will be greater, and the HALE Index of Wellbeing will fall accordingly. 


Australia’s annual GDP for 2009-10 was $1,283 billion. 

Using our methodology, the net present value of future climate change in 2009-10 would range from $731 billion under the moderate 
warming (2-degree scenario) to $1,103 billion for unmitigated climate change. 

These figures look extremely large, compared with annual GDP or GNP, but that is because we are comparing a stock with a flow. 

The values we are looking at here are capital values or values of the extent to which climatechange might degrade our natural 
environment considered as an asset.

Such damage being done over the nearly 90 years to the end of the century would equate to much smaller shares of annual GDP. 

For example, even in the unmitigated climate change scenario, the negative effects of climate change would reduce annual GNP 
in 2025 by 1.0 per cent, increasing over time to reduce annual GNP in 2100 by 7.4 per cent compared to a no climate change 


four per cent was the discount rate used in the Garnaut-Treasury modelling of the pricing emission permits, based on a risk-free 
real interest rate of two per cent and a risk premiumin the permit market of two per cent. 

For illustrative purposes, we have assumed that from 2005 to 2010 the likelihood of 
meetingthe Copenhagen Accord target has decreased by 5 percentage points each
year (from 50 per cent in 2005 to 25 per cent in 2010) and the likelihood of moderate 
mitigation has correspondingly increased from 45 per cent chance in 2005 to 70 per 
cent chance today. 

The probability of the no mitigation target is assumed to have remained at 5 per cent 
throughout this period. 

Natural capital domain of the HALE Index

		Indicator 			Narrative		 

Resource 	National		Apart from a brief period in 2007 when 
depletion 	Accounts data 		subsoil asset discoveries exceed 
					depletion, net resource depletion is a 
					small but growing deduction to NNI 

Climate 	Change in risk-		Climate change costs have increased 
change 		weighted cost 		slowly but consistently over the period. 
		of future 		They are small in value due to the slow 
		climate change 		rate of change and long time frame for 
						impacts to be felt 

6. Changes in human capital 

One prominent alternative measure of wellbeing to GDP, the Genuine Progress 
Indicator (GPI), begins with GDP and corrects it for things that should arguably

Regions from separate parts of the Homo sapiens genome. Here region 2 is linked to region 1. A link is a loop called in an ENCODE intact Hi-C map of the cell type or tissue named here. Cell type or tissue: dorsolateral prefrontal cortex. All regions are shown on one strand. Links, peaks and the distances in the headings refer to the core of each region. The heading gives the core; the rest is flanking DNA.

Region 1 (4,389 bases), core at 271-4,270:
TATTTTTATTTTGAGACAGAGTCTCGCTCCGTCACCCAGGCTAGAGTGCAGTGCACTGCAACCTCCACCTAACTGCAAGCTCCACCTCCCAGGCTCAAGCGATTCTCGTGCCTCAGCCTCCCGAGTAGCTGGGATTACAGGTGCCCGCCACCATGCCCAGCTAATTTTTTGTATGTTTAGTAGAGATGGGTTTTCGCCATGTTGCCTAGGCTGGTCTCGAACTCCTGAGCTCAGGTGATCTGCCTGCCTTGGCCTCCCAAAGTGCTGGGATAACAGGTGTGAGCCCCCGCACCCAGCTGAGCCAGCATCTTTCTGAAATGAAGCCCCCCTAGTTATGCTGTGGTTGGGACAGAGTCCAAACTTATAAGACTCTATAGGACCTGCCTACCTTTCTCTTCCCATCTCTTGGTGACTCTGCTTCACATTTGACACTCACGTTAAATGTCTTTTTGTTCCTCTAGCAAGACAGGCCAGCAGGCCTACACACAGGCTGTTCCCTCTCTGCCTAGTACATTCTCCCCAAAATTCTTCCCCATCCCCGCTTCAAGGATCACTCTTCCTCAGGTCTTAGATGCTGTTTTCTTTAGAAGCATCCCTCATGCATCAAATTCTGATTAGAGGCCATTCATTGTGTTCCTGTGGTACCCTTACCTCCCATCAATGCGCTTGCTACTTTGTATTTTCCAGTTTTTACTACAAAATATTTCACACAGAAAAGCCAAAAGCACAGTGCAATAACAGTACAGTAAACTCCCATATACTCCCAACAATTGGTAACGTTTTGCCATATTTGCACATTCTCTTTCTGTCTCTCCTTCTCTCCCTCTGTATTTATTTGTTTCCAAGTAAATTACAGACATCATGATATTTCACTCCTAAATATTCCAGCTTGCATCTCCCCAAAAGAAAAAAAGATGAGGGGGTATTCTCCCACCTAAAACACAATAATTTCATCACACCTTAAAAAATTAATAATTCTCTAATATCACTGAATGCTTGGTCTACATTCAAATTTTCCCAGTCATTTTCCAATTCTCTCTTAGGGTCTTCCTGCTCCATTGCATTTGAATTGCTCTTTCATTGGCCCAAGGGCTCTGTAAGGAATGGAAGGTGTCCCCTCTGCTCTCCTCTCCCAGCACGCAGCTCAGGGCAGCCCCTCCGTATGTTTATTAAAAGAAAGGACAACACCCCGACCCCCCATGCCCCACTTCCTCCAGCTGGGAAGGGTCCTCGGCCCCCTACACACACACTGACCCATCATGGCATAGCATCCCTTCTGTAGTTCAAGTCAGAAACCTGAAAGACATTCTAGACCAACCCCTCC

be included in any comprehensive measure of wellbeing but that tend to reduce 
measured wellbeing.

However, as Gruen has argued (2006), while the GPI takes most opportunities to 
deduct some of the less attractive things about recent economic growth from its 
measure of economic wellbeing – like the costs of congestion, industrial accidents 
and uninformative advertising – it pays scant attention to the positives that have 
come our way as well. 

This is well illustrated by the GPI’s deducting mineral depletion but not adding 
new mineral discoveries. 

Moreover, it makes no positive adjustment for improved life expectancy, better 
road and workplace safety. 

But the elephant in the room in this regard is accretions of human capital or the 
knowhow embodied in Australia’s people and the technologies to which they 
have access. 

While the recurrent return to human capital is captured in GDP and NNI in people’s
wages, human capital itself is not directly tracked in the national accounts. 

Wealth accounting exercises conducted by the World Bank have confirmed that 
intangible capital, which includes human capital, technological progress and other
forms of social and institutional capital, has provided the largest wealth gains 
during the 1990s and 2000s and accounts for 60 per cent to 80 per cent of total 
assets – giving it many times the value of natural, physical or financial assets
(World Bank, 2011).(29) 

The World Bank last calculated total wealth values for Australia in 2005. 

At that time Australia's total wealth was $16.3 trillion in current dollar terms, 
and had grown in real terms by $5.7 trillion, or 40 per cent, over the decade. 

Intangible capital accounted for just under 75 per cent of total wealth in 2005, 
more than three times the value of produced capital stocks. 


The World Bank's work calculates a nation's wealth as the present value of sustainable consumption over the next 25 years.

As the present value of consumption is much higher than the book value of a nation's physical and natural capital stocks 
(including net foreign assets), the World Bank imputes that the difference must be due to returns on intangible capital. 

Table 11: World Bank estimates of Australia’s total wealth 2009-10 
AUS$ trillion (% of total wealth) 

Asset type 		1995 		2000 		2005 

Produced capital 	 2.5 (22%) 	2.9 (20%) 	3.5 (22%)